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Doubtful About 'Truthful' Reference : Giamatti 'Puzzled' by Part of Rose Letter

June 27, 1989|From Associated Press

NEW YORK — Baseball Commissioner A. Bartlett Giamatti says he is "puzzled" by part of a letter he signed and sent to a federal judge on behalf of Ron Peters, Pete Rose's alleged bookmaker, but does not regret sending the letter.

Ohio Common Pleas Judge Norbert Nadel agreed with Rose's lawyers that Giamatti has already made up his mind that Rose is guilty of betting on baseball, and on Sunday the judge granted a temporary restraining order delaying for two weeks a scheduled hearing before Giamatti on the gambling allegations. The judge said Giamatti's letter--a recommendation sent to a federal judge as part of the sentencing of Peters--is at the heart of Rose's case.

The letter praises Peters for being "candid, forthright and truthful" with John Dowd, the investigator for baseball who found evidence that Rose bet on Reds games and other baseball games in 1985, 1986 and 1987.

Giamatti told the Boston Globe in today's editions that he does not regret sending the letter.

"No, my regret about the letter is the selective way in which people want to read it. My letter said very clearly three times that I'm in effect transmitting the view of my special counsel," Giamatti said.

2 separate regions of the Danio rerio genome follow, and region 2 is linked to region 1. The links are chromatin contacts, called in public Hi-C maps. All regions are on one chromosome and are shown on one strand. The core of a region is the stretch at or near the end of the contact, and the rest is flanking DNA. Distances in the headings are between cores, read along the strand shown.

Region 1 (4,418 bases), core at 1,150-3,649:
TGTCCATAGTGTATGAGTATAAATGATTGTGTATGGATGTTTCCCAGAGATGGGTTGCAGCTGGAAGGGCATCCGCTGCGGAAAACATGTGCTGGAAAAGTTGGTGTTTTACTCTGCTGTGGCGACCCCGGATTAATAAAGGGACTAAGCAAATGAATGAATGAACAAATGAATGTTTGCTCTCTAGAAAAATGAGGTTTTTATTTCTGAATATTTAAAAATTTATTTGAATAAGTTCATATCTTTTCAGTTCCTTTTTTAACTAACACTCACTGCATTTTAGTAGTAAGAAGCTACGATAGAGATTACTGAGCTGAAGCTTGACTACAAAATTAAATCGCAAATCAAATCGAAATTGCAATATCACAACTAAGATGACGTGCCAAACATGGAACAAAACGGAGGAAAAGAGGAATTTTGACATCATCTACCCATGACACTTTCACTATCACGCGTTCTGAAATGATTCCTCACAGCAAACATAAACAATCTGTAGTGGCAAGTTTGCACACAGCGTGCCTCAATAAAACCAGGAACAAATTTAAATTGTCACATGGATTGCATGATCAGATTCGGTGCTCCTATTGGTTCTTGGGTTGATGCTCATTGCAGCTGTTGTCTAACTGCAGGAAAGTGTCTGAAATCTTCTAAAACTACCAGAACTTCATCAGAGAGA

". . . I believed myself to be enacting a routine chore of the administerial kind that clearly had nothing to do with my view of Mr. Rose."

Giamatti admitted to the Globe that he was puzzled by the word truthful in the letter.

"I was a little puzzled by that, but I didn't focus on it, frankly, because--I don't want to say I wasn't paying attention--but I do want to say I looked upon it as kind of a routine, standard thing. I was more concerned to make sure it didn't go out and ask for leniency, and it didn't," Giamatti said.

When asked by the Globe if he should have focused on the wording more carefully, Giamatti said:

"I suppose so. Frankly, I still read this letter as being, when you see truthful, I think you see special counsel right after it. If that was John Dowd's view, it was all right with me. I'm not obliged to accept all of John Dowd's views or any of his views. A man does an investigation and he hands me a report. I have a hearing and I make a judgment. And that's what's supposed to happen."

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